The rapid increase in adult mortality due to the AIDS epidemic in sub-Saharan Africa raises great concern about potential intergenerational effects on children. This article estimates the impact of AIDS-related adult mortality on primary school attendance in rural Kenya using a panel of 1,266 households surveyed in 1997, 2000, and 2002. The paper distinguishes between effects on boys' and girls' education to understand potential gender differences resulting from adult mortality. We also estimate how adult mortality affects child schooling before as well as after the death occurs. …

  10. The effect of HIV/AIDS on educational attainment

    Using data from Demographic and Health Surveys for eleven countries in sub-Saharan Africa,the authorestimates the effect of local HIV prevalence on individual human capital investment. The authorfinds that the HIV/AIDS epidemic has reduced human capital investment: living in an area with higher HIV prevalence is associated with lower levels of completed schooling and slower progress through school. These results are consistent with a model of human capital investment in which parents and children respond to changes in the expected return to schooling driven by mortality risk.

  11. Teacher Training: Essential for School-Based Reproductive Health and HIV/AIDS Education. Focus on Sub-Saharan Africa

    Teacher training in any subject is important. For teaching information and skills related to reproductive health (RH) and HIV/AIDS, teacher training is even more essential - and complex. In many countries of sub-Saharan Africa, the AIDS epidemic has spread to the general population, with up to half of all new HIV infections occurring among youth under age 25. Since most youth attend school at least for primary education, school-based programs are a logical place to reach young people. …

  12. Reaching the Poor: The 'cost' of sending children to school: a six country comparative study

    This comparative research study focuses on the main barriers to education for the poorest households in Bangladesh, Nepal, Sri Lanka, Kenya, Uganda and Zambia. Although the study set out primarily to look at the burden of education costs on the poorest households very rich data on other barriers to education (e.g. physical access, quality of education, vulnerability, poverty, and health) have been gathered and are discussed. The study looks at what motivates parents to send their children to school (and keep them there) through their perceptions of the quality and value of education. …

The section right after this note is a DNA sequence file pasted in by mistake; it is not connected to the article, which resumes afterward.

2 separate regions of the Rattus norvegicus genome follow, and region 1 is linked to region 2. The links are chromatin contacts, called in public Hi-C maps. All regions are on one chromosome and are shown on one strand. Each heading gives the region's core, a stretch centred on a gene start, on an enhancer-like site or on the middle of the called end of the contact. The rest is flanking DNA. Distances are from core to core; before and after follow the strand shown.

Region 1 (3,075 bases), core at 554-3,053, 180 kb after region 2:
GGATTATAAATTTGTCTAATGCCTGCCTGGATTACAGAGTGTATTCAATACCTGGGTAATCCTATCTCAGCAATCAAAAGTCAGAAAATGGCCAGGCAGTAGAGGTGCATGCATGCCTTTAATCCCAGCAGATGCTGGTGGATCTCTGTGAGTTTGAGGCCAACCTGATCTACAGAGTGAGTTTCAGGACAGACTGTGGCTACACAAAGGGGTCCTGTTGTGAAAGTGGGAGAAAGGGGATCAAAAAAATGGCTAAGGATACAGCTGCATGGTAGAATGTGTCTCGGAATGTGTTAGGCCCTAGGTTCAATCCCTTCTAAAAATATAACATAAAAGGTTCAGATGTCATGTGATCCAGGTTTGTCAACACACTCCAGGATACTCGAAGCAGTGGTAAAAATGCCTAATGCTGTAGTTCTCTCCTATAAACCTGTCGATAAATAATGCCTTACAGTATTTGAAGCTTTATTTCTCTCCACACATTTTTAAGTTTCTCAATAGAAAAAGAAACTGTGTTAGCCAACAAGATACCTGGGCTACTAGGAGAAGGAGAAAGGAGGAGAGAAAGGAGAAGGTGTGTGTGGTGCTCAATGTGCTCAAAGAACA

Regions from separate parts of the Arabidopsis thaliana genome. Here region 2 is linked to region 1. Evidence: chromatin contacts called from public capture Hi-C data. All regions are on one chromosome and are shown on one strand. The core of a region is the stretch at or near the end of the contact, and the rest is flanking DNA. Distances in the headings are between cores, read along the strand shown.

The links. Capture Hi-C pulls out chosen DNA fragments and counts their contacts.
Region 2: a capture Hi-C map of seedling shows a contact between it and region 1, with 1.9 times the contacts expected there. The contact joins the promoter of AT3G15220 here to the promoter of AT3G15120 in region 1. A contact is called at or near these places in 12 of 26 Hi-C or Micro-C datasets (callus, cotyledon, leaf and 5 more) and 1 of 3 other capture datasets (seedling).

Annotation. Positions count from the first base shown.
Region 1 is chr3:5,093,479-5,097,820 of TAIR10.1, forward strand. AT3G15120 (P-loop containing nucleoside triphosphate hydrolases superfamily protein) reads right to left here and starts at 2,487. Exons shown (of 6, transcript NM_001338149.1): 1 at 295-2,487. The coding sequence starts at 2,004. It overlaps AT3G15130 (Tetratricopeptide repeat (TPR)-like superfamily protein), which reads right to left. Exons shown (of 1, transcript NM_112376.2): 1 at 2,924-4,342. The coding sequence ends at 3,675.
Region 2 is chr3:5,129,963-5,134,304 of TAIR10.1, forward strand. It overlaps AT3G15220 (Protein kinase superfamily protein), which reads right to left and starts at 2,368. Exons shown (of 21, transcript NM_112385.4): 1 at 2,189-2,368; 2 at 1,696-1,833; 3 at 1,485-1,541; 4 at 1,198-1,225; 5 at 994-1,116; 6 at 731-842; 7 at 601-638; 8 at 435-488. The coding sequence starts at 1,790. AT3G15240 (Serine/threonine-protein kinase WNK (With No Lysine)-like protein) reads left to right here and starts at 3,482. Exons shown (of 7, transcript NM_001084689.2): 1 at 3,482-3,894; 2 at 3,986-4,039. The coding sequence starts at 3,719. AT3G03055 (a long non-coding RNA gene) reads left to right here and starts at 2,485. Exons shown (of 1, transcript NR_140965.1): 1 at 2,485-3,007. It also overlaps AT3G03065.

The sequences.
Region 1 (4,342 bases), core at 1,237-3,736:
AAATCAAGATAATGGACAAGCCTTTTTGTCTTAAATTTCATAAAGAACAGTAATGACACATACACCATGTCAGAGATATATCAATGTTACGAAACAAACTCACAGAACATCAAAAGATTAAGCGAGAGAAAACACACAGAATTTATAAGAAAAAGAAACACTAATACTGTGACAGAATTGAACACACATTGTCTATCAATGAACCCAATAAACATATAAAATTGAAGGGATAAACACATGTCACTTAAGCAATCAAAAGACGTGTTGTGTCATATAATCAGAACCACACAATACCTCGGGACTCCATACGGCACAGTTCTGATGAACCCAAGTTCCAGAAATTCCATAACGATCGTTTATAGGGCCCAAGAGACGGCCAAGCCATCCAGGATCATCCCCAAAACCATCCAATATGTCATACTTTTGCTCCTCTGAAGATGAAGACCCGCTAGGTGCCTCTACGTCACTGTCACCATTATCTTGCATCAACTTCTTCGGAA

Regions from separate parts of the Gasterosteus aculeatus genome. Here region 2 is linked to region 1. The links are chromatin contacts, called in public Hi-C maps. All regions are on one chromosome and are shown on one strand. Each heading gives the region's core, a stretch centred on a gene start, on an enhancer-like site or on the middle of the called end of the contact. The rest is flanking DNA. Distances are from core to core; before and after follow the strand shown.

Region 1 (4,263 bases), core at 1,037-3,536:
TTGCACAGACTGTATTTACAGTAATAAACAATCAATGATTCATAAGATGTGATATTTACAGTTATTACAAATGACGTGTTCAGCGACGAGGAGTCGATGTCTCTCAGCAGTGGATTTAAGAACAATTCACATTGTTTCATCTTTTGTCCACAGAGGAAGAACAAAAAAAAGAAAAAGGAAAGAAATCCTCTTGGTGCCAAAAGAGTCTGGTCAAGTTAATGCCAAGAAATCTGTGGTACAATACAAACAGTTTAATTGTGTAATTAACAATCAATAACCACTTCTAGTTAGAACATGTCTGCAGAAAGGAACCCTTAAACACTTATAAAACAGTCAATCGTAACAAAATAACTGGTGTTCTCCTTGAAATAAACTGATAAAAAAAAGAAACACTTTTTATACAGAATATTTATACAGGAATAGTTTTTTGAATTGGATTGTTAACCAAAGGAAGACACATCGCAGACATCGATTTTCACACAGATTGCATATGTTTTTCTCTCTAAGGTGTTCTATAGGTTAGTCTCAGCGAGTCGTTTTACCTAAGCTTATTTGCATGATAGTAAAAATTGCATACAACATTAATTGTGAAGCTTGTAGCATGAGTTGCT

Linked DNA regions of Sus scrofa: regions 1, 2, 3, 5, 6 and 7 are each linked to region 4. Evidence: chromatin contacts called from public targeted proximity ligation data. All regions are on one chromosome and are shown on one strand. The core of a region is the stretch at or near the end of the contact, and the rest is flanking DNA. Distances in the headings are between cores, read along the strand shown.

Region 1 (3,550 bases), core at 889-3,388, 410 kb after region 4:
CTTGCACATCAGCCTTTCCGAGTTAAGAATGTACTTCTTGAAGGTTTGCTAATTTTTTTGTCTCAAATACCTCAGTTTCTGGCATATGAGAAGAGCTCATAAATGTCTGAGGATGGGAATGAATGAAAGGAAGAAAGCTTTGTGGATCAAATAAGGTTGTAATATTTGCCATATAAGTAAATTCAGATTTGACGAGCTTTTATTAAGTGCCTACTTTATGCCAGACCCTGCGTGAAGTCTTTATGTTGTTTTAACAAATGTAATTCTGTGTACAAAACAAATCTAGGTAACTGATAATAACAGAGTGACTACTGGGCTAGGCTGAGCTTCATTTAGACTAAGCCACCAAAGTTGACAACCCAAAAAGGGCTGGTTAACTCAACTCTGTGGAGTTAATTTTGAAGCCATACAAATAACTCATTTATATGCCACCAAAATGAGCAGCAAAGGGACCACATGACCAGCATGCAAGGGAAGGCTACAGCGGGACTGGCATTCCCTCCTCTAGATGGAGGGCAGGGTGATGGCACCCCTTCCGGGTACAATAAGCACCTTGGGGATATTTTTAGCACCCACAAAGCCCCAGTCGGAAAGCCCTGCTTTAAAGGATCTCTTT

13. Letting them fail: Government neglect and the right to education for children affected by AIDS

    Governments in sub-Saharan Africa have failed to address the extraordinary barriers to education faced by children who are orphaned or otherwise affected by HIV/AIDS. An estimated 43 million school-age children do not attend school in the region. HIV/AIDS has caused unprecedented rates of adult mortality, leaving millions of children without parental care to ensure their access to education. …

  14. Education sector responses to HIV and AIDS: learning from good practices in Africa

    This document summarises the key issues regarding HIV and AIDS and the education sector and is based primarily on a review of published literature and the Commonwealth Secretariat (Comsec) and Association for the Development of Education in Africa (ADEA) regional workshop held from 12 to 14 September 2006 in South Africa. Section 1 briefly reviews HIV and AIDS and the need for an accelerated response. Section 2 focuses on HIV and AIDS and Education Sector Responses.Section 3 highlights the evidence regarding mass campaigns for HIV and AIDS prevention, education and advocacy. …

  15. Education and HIV/AIDS prevention: evidence from a randomized evaluation in Western Kenya

    We report results from a randomized evaluation comparing three school-based HIV/AIDS interventions in Kenya: 1) training teachers in the Kenyan Government's HIV/AIDS-education curriculum; 2) encouraging students to debate the role of condoms and to write essays on how to protect themselves against HIV/AIDS; and 3) reducing the cost of education. Our primary measure of the effectiveness of these interventions is teenage childbearing, which is associated with unprotected sex. We also collected measures of knowledge, attitudes, and behavior regarding HIV/AIDS. …